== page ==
Called the S1, the new triple-seat configuration will be trialled on real-life planes starting in 2020. In the S1 setup, the middle seat is a few inches lower and further back than the aisle and window seats. This allows the person in the middle seat to use the backs of the armrests, while their neighbours’ elbows occupy the fronts. It also gives everyone involved more legroom, without reducing the plane’s capacity. The seemingly tiny redesign packs a big punch:
“‘We have discovered that what looks like a small stagger actually makes a huge difference. The trick is to actually sit in the seat. In fact, our main sales tool is to ship seats to airlines so they can sit in them,’ says Molon Labe founder Hank Scott. ‘I have watched this several times — airline executives see the seat, nod their head and then say they get it. Then we ask them to actually sit down, next to a big fella like our head sales guy Thomas [6-foot-6, 250 pounds]. Within a few seconds, they [really] get it — they stop being an airline executive and switch into passenger modes.’”
To me, the coolest part of it is the optional “side-slip” add-on, where the aisle seat slides over the sunken middle seat, giving boarding or exiting passengers a whole seat-width of extra room. (Is there anyone out there who wouldn’t appreciate not getting conked by someone’s duffel?!) On behalf of Economy-dwellers everywhere, I hope this trial goes well — and we all see this seating innovation on our next vacations!
After consulting my doctor, I’ve recently started upping the “good” fats to my diet. (I love half an avocado on toasted sourdough!) Nuts are great source of monounsaturated fats, so I’ve been indulging in a few nuggets of my favourite — macadamia nuts. Little did I know, that what I thought was simply a healthy snack, was actually a wonder of modern agriculture!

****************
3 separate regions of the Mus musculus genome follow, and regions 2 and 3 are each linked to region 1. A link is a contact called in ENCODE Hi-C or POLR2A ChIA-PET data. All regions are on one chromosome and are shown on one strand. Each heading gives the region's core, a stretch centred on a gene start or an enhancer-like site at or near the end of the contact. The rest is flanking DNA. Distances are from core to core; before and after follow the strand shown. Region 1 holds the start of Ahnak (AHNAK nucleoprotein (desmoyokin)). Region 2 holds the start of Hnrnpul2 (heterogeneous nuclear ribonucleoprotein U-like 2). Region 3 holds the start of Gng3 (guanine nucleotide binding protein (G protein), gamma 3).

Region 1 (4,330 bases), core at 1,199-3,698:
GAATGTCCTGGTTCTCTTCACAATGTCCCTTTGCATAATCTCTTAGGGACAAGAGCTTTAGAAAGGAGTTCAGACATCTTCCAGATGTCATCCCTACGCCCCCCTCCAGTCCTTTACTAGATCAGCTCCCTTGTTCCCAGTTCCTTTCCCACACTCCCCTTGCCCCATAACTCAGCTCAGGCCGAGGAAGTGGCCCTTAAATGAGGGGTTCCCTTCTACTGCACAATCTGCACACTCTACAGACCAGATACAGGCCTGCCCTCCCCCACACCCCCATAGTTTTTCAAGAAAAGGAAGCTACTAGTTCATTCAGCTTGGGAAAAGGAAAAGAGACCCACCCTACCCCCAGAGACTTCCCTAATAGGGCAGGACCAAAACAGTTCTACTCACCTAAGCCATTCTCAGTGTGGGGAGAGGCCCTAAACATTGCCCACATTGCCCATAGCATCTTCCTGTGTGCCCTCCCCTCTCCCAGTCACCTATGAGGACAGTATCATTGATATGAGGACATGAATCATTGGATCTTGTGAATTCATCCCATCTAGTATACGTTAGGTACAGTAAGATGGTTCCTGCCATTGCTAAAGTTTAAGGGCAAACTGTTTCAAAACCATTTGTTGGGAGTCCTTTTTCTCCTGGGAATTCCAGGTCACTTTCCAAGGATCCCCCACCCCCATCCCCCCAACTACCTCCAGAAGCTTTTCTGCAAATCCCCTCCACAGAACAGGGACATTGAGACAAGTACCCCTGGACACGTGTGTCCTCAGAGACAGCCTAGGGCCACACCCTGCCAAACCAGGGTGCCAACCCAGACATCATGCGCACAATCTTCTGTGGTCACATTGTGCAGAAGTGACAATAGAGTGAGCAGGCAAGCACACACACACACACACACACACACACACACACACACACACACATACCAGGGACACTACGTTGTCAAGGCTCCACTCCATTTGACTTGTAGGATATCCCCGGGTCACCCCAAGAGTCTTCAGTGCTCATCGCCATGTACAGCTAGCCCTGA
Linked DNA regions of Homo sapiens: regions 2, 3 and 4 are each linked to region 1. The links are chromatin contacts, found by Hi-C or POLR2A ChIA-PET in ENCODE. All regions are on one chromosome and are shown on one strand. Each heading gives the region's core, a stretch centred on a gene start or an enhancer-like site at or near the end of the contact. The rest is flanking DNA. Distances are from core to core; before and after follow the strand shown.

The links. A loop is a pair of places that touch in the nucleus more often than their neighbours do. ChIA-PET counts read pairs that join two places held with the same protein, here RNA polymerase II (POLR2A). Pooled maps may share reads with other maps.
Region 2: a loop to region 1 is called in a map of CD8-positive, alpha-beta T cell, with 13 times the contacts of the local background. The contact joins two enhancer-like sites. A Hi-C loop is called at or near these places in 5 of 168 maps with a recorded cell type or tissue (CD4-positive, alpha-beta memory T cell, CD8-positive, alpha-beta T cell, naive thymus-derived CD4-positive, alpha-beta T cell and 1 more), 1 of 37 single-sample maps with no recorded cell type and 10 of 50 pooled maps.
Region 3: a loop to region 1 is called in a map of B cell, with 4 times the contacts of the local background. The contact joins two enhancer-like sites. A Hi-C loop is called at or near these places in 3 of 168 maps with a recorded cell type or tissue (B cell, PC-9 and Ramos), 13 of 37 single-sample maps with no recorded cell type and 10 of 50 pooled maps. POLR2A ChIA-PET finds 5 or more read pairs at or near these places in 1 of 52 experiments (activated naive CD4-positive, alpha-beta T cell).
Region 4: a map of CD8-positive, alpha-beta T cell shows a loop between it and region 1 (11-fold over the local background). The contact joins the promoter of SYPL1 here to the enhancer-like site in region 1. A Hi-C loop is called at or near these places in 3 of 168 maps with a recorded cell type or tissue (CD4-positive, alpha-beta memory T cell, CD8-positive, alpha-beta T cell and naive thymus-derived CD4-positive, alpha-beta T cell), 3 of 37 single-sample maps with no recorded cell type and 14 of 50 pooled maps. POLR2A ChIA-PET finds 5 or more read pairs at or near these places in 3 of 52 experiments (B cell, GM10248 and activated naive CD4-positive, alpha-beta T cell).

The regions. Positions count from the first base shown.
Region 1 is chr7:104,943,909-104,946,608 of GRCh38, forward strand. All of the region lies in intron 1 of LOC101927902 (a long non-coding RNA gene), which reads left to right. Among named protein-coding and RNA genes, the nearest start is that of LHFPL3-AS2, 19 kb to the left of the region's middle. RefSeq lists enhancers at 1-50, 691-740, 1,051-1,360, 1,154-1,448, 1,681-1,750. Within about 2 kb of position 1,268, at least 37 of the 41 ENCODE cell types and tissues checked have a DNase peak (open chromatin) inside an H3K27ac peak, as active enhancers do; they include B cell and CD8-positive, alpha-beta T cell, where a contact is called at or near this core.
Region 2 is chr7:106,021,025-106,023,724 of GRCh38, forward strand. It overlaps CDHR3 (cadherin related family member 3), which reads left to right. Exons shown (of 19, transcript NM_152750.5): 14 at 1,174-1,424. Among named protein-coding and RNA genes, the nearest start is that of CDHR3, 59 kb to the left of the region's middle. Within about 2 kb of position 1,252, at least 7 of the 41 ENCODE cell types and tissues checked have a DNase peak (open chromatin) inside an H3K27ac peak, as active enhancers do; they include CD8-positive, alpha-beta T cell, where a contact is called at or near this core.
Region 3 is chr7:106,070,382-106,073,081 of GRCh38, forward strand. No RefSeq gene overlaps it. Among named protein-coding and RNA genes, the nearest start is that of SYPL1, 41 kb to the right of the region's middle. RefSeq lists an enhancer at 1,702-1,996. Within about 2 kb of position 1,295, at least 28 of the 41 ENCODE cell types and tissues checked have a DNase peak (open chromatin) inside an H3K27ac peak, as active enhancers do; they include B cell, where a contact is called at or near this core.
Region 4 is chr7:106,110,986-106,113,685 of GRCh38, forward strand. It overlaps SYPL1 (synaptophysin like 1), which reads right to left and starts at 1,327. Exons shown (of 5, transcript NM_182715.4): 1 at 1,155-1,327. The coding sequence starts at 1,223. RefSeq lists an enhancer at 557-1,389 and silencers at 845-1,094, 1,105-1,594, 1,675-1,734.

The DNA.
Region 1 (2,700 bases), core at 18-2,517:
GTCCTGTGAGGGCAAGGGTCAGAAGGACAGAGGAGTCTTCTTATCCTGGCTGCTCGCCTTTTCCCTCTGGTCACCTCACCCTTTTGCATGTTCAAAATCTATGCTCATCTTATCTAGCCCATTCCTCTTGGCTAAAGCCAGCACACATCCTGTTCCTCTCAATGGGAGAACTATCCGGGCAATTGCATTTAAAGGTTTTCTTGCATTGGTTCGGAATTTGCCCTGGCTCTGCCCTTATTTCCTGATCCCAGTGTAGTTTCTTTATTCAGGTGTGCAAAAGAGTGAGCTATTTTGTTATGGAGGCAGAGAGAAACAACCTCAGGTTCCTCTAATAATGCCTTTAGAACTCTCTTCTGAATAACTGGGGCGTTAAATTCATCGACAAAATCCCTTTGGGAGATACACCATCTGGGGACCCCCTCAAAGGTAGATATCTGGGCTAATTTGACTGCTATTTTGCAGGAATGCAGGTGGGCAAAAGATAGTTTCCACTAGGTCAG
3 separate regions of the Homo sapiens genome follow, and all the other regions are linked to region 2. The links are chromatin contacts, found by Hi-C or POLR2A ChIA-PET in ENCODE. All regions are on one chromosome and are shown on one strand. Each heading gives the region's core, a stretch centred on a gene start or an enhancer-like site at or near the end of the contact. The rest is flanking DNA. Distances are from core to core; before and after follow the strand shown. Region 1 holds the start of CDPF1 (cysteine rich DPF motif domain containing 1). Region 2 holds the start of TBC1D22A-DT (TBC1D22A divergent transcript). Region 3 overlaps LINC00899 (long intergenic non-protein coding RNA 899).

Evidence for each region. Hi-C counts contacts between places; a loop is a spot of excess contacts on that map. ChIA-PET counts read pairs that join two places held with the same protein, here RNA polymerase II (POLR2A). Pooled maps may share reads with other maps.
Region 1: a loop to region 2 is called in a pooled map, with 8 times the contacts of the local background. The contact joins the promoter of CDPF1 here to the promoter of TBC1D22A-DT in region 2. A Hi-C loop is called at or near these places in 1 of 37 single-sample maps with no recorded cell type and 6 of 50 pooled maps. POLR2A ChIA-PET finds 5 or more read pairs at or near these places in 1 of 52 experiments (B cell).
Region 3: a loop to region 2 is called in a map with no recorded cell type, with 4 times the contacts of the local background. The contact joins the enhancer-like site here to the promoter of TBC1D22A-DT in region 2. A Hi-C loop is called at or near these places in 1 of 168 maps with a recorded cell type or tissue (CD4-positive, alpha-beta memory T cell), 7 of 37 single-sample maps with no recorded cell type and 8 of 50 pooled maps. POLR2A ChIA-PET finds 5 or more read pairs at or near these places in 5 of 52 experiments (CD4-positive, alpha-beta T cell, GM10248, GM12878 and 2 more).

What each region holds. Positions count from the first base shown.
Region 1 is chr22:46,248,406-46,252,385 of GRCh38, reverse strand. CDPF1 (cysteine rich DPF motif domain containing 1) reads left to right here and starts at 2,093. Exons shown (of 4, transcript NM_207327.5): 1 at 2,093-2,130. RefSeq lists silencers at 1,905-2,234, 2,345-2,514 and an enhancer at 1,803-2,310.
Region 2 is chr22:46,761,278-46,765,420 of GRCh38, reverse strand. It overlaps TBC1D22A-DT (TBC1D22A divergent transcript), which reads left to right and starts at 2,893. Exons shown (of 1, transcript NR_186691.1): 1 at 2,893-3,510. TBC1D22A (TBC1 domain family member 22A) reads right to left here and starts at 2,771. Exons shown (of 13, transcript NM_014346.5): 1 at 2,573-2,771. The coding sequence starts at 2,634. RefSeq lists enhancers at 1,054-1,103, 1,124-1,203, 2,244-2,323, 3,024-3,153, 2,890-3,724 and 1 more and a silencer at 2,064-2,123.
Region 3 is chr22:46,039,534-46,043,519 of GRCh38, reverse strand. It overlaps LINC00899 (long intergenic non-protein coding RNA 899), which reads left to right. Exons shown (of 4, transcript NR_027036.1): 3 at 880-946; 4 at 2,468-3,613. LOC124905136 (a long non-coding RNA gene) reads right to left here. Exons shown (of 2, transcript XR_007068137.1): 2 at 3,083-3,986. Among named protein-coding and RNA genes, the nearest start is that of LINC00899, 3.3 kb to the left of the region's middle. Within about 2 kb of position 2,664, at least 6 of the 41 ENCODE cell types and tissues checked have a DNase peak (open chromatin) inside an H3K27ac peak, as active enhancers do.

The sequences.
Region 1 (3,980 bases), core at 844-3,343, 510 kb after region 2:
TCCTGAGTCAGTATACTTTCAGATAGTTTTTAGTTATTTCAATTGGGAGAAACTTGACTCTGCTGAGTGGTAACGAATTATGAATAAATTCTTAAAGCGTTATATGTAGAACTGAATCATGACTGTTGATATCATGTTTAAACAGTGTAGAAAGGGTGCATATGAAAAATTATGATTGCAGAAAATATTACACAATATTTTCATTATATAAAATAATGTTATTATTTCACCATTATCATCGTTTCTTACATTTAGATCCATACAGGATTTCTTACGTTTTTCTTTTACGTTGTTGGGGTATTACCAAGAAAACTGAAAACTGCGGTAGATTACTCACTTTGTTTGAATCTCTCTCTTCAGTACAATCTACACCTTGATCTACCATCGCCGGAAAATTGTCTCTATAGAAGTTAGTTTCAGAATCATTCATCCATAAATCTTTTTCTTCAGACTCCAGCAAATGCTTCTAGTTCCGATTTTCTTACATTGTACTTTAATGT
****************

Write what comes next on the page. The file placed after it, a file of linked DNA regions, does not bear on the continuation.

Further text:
Hawai’i is the centre of macadamia nut production, growing a whopping 70% of all macadamias eaten on the planet. Back in May, researchers reverse-engineered the genome of a sample of Hawaiian trees and compared them with trees still grown in the macadamia’s natural habitat of Queensland, Australia. The Hawaiian trees had a very narrow set of genetic markers, which indicated that the majority of the world’s macadamia nuts are descended from a single tree or stand of trees in Queensland.
“‘A small collection of seeds were taken to Hawai’i at the end of the 19th century and historical records suggest that there was maybe six trees grown from that sample of nuts that were taken by Robert Jordan and planted in his brothers’ backyard in the suburbs of Honolulu in 1896,’ [horticulturist and study author Craig] Hardner told ABC News.”
From this small sample grew the entire Hawaiian macadamia population! But such focus comes with a price: Like many other food crops, macadamia nuts are propagated by grafting. The limited genetic diversity of the Hawaiian macadamias is a result of this process — effectively, the trees are all clones of the original Queensland “parent.” This also means that, like other monoculture crops, the majority of macadamia trees could be wiped out by a badly-timed blight or disease.
Thankfully, despite a small natural range, the Queensland macadamia trees exhibit a greater range of genetic diversity and should stand fast in the face of a blight if we humans don’t catch it in time. I take this as an object lesson in the limits of human interference in nature. And in responsible snacking!